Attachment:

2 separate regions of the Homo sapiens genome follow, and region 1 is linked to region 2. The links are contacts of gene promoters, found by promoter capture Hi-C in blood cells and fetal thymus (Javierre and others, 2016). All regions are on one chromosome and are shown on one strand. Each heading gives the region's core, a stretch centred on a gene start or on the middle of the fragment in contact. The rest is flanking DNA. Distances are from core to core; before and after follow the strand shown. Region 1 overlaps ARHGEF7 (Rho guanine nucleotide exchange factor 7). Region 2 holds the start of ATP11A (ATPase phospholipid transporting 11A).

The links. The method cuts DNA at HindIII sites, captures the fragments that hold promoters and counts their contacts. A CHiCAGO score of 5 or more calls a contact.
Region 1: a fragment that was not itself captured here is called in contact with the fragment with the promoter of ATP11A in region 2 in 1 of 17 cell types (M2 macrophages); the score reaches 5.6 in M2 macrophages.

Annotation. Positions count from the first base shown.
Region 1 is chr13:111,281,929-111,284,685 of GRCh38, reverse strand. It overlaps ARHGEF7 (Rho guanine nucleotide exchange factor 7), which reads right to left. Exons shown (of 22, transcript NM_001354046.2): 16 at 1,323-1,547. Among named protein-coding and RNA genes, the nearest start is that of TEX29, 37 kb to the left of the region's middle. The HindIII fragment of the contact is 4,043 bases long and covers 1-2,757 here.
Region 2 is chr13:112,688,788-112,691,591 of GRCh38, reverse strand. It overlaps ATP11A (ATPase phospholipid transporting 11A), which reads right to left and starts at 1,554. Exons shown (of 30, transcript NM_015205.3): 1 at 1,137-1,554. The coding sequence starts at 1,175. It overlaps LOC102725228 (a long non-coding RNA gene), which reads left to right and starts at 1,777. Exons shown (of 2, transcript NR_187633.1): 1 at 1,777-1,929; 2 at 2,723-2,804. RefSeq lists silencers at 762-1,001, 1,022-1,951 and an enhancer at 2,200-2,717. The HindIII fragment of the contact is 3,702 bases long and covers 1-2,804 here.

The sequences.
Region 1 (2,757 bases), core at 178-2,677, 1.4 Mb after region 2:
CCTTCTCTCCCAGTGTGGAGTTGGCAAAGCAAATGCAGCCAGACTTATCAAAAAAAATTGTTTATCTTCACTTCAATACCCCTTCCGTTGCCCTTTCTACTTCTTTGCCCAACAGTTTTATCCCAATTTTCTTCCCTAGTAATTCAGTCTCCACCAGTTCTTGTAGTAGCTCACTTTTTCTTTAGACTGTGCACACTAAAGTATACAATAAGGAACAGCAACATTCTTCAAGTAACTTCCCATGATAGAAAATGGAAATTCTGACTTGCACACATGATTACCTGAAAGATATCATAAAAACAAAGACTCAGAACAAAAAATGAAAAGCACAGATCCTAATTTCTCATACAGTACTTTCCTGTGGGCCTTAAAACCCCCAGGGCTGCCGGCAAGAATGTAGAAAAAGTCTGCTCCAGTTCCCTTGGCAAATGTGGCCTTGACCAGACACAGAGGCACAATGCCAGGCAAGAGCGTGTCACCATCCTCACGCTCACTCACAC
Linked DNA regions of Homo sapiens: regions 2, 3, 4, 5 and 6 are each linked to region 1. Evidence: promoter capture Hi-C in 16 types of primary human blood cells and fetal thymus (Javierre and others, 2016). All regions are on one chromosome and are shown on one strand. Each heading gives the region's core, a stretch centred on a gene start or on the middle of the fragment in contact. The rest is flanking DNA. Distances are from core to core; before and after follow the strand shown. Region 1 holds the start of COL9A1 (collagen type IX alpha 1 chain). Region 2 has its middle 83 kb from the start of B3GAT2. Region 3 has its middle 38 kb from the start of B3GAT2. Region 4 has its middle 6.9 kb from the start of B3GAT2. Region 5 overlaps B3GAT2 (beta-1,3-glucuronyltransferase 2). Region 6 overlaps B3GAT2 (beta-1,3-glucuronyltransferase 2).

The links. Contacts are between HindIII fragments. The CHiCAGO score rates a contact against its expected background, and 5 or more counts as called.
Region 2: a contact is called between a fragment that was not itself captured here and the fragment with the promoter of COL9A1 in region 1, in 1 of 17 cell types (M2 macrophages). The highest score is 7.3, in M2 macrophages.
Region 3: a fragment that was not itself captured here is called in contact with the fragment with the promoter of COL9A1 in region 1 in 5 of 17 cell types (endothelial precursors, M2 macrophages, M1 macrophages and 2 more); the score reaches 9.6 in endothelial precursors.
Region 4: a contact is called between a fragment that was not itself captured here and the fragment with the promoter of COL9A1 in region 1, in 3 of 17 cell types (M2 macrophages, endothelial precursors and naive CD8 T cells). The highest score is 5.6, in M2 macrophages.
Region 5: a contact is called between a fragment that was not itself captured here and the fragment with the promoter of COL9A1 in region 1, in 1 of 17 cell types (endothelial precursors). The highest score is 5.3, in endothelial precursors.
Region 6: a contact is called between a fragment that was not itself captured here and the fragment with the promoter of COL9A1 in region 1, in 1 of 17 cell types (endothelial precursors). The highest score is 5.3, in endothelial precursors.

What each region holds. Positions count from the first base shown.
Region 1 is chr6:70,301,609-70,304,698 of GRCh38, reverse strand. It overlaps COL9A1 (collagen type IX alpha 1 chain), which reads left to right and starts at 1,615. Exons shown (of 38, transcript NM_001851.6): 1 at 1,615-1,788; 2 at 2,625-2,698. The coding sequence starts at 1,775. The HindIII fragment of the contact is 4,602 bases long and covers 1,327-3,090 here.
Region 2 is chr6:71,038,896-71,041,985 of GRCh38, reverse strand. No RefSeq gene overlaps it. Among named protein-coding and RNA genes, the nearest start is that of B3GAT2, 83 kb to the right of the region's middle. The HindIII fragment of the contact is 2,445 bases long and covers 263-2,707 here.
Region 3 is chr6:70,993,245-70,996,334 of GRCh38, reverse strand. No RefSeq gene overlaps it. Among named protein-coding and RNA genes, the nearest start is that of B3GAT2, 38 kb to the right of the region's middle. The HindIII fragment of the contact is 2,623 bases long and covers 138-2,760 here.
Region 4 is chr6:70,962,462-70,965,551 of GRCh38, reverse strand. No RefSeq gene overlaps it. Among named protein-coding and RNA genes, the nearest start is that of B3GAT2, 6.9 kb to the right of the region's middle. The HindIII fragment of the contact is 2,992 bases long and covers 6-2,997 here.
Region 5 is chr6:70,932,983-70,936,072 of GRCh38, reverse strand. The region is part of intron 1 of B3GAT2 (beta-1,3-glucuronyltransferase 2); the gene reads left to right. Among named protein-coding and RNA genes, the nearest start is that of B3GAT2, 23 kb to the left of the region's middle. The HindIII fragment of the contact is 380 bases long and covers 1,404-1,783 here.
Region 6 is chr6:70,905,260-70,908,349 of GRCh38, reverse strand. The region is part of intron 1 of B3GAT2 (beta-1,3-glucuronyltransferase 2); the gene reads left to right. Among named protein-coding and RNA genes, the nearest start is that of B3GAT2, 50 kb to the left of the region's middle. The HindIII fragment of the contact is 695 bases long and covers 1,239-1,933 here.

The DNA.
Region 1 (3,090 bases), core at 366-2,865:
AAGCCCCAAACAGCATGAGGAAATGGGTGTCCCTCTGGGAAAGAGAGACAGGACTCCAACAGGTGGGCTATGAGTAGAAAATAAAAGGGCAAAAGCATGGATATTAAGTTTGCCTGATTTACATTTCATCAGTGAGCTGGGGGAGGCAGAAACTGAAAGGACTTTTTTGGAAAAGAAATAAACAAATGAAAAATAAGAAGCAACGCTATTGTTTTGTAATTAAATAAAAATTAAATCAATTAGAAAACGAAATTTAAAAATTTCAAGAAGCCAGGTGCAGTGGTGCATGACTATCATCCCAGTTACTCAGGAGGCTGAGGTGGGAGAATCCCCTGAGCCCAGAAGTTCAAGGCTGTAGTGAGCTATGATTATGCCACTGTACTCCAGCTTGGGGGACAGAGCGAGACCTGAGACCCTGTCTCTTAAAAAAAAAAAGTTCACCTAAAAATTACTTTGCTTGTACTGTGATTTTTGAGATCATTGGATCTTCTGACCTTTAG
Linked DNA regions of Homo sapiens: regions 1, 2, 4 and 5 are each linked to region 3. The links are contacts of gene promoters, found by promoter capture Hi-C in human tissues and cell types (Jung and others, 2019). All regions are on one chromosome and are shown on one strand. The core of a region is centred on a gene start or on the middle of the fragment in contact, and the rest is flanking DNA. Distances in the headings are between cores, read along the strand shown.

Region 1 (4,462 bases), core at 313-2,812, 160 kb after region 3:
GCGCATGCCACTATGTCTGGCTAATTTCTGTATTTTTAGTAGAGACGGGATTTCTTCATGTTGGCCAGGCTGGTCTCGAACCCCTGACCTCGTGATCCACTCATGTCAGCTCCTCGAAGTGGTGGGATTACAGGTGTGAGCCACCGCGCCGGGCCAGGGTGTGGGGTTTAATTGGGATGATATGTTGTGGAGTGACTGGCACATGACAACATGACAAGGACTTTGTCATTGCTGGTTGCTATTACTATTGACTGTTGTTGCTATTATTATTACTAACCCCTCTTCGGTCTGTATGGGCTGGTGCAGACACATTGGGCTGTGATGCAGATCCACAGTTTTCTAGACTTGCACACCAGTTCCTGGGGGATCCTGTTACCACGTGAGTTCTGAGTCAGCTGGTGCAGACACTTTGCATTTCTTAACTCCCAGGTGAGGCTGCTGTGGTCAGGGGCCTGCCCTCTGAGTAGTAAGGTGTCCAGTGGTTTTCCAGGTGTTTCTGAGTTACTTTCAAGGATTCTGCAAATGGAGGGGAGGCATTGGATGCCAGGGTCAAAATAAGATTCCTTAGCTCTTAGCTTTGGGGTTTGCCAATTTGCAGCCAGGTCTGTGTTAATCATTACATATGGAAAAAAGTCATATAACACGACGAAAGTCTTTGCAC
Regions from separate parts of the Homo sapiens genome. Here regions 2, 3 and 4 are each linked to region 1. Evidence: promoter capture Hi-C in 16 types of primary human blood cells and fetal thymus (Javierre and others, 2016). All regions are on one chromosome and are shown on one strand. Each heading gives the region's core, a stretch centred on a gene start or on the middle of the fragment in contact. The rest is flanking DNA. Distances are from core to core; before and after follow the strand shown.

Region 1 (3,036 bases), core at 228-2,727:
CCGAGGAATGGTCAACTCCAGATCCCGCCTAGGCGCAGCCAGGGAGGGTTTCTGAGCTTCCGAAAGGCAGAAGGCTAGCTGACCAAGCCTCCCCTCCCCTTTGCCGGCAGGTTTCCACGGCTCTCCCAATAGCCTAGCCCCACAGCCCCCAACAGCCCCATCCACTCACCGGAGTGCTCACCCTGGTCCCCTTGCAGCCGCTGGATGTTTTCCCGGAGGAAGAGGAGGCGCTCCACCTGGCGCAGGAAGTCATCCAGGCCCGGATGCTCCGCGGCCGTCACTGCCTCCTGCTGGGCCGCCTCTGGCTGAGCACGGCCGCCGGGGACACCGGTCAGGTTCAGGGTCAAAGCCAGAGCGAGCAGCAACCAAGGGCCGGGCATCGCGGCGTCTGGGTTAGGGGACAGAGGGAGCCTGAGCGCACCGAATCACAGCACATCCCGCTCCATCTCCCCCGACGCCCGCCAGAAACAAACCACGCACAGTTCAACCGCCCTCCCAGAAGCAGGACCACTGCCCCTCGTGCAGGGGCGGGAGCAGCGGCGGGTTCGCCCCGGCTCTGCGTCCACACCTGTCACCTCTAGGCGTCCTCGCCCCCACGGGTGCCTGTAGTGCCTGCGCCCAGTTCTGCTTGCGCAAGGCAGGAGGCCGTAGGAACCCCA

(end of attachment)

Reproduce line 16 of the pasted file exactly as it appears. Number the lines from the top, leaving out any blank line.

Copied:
Region 6: a contact is called between a fragment that was not itself captured here and the fragment with the promoter of COL9A1 in region 1, in 1 of 17 cell types (endothelial precursors). The highest score is 5.3, in endothelial precursors.